How to Live on a Dime Rather Than a Dollar
Times Are Tough
You've all read tips on how to save money, but whether you're at the bottom of the barrel about to run out of those unemployment benefits, or you're just trying to live frugally (a euphemism for "you're cheap"), here are some desperation measures that could help keep you off the streets.
The New Mindset: Frugal Is In
It's the decade of a new mindset, and you are in good company. No more keeping up with the Joneses. No more out-spending your friends. In fact, there are plenty of people sneering at over-spenders these days. I'm hearing a lot more bragging about hot deals rather than how much my girlfriend spent on her Chanel bag. A few years back, when gas prices went through the roof, I started feeling guilty, slunk down in my seat, and wore big sunglasses when I drove my SUV around town.
It's time to reset your thinking. Simplicity is spiritual (not religious). Cast off the trappings and find a more meaningful life. It's the cool thing to do. Remember, the fewer keys you have on your key ring, the fewer responsibilities you have. This is your chance to reinvent your life—it's an exciting time.
Things to Re-Evaluate
- Government Stuff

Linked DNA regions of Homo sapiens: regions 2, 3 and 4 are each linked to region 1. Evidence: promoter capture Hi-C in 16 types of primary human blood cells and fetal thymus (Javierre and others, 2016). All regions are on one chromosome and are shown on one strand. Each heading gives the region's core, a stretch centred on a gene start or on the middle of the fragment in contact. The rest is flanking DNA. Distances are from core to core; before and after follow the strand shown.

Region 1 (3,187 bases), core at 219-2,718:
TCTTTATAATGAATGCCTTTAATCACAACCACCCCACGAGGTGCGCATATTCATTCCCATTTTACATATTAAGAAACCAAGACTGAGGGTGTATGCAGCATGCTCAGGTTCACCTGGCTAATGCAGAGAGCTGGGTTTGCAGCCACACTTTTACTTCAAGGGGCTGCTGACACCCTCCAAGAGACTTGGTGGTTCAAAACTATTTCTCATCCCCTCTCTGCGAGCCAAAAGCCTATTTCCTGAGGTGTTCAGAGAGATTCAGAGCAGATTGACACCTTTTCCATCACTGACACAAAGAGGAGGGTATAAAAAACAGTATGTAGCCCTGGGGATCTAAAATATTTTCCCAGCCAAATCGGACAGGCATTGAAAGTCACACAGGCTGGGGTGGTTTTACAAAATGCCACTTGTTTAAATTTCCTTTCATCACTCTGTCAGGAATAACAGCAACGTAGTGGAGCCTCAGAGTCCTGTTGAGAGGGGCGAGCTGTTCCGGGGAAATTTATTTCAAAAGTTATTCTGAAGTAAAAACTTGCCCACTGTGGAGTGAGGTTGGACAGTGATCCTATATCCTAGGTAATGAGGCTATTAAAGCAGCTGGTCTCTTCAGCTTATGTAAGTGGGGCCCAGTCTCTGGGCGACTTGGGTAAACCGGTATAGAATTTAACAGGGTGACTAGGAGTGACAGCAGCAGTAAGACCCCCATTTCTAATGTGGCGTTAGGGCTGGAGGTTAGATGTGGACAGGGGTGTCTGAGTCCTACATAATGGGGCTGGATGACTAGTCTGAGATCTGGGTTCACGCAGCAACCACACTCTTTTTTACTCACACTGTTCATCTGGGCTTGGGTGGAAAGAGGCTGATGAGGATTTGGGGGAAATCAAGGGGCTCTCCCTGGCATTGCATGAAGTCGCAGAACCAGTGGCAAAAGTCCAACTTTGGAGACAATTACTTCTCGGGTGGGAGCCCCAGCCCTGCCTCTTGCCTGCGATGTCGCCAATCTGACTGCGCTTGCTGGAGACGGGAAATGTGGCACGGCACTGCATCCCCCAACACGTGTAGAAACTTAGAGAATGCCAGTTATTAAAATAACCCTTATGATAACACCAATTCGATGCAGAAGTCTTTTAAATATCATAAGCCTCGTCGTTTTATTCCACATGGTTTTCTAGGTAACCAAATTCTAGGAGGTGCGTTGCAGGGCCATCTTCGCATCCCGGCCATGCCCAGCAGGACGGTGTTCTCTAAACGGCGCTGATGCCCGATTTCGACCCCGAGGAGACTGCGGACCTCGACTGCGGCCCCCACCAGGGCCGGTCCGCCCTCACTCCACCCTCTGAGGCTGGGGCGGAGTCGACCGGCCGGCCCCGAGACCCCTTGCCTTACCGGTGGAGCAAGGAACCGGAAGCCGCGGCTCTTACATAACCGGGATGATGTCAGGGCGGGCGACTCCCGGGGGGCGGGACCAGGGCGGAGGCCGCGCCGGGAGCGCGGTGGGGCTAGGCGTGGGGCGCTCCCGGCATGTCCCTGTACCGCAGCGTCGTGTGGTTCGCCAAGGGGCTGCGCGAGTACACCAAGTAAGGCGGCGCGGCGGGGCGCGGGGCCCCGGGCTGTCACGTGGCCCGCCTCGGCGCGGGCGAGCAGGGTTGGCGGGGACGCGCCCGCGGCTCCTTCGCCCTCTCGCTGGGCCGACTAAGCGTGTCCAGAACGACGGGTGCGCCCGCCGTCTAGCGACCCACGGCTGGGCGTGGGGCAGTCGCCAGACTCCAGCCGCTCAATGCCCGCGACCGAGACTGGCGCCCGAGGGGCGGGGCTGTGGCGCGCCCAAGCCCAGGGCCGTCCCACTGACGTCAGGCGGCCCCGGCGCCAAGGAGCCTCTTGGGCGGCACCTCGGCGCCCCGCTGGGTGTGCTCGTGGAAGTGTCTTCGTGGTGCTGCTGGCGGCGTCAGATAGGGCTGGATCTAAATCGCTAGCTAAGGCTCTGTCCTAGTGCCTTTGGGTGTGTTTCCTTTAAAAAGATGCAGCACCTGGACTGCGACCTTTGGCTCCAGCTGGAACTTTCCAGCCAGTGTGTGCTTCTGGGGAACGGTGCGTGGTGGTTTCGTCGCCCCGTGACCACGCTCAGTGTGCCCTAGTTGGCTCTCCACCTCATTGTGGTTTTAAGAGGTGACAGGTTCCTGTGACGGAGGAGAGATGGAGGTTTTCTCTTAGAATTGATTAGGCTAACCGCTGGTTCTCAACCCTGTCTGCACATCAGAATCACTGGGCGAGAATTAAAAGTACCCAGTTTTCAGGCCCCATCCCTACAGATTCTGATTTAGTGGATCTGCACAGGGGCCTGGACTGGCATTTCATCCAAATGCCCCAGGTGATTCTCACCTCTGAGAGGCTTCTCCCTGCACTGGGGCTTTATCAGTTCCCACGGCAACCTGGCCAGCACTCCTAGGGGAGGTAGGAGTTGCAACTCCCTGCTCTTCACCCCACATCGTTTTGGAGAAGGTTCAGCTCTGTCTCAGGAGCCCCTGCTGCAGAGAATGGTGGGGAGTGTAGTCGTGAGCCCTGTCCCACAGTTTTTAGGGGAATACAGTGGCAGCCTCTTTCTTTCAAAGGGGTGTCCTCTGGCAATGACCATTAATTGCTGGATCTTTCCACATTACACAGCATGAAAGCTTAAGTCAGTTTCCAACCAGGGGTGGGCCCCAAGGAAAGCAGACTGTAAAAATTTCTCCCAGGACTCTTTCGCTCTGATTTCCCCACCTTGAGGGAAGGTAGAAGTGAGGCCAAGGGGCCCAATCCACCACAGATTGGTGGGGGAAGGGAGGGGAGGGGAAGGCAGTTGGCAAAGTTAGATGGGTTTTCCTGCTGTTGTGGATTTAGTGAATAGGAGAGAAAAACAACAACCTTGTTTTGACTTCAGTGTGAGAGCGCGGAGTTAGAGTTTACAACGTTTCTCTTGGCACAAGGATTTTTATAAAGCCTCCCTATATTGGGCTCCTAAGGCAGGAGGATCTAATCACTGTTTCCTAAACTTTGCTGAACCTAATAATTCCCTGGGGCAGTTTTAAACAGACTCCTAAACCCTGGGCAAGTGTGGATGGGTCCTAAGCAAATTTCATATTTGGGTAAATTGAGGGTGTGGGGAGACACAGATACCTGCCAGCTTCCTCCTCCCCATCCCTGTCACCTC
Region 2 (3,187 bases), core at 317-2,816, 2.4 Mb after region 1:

1. Housing: From Beautiful to Cute
Instead of those who admire your elite address, the height of your ceilings, and your brand name decor, embrace the new concept of having friends over who say things like, "How cute is that!" or "Did you make that yourself?"
I know that changing your frame of mind and the security you feel in having "stuff" takes time, but start to think about these possible changes:
- Downsize—everyone's doing it.
- Take on a roommate—this is ultra-common these days.
- Become a roommate—this is surprisingly unburdening: no more worrying about utility costs, wireless bills, lawn or any other kind of maintenance, etc. It's very freeing.
- Become a live-in assistant/nanny/care-giver—if you're that kind of person (and you know if you are or are not), consider taking a free room and board offer in exchange for some kind of work. I recently saw an ad on Care.com for a sitter for one toddler two full days per week. In exchange, the "nanny" got free room and board, a small stipend, and use of a car.
Think about moving to a more urban area and selling your car. I know this is an amazing concept to many people, but what about all those New Yorkers who get around without their own vehicles? Take a good look at how much you spend on transportation each year (although this varies by state). Examine the costs associated with the following:
- Car payments (plus interest, which is money down the toilet)
- Property tax
- Emissions tests
- State safety tests
- Driver's license
My total was about $12,000/yr. Now that's a chunk of change. Simply not having to stand in line at the overheated DMV is worth about anything, in my opinion. So, I moved to an urban area in a safe part of the country where I mastered the bus route, bought a used bike on Craigslist, and walk a lot (by the way, I've lost 45 lbs.)
When my friends stare at me when I tell them I sold my car (for a good bit of money, I might add), I tell them that I really want to reduce my carbon footprint (it makes me feel somewhat righteous). Plus, I can always rent a car on the cheap if I want to take a road trip.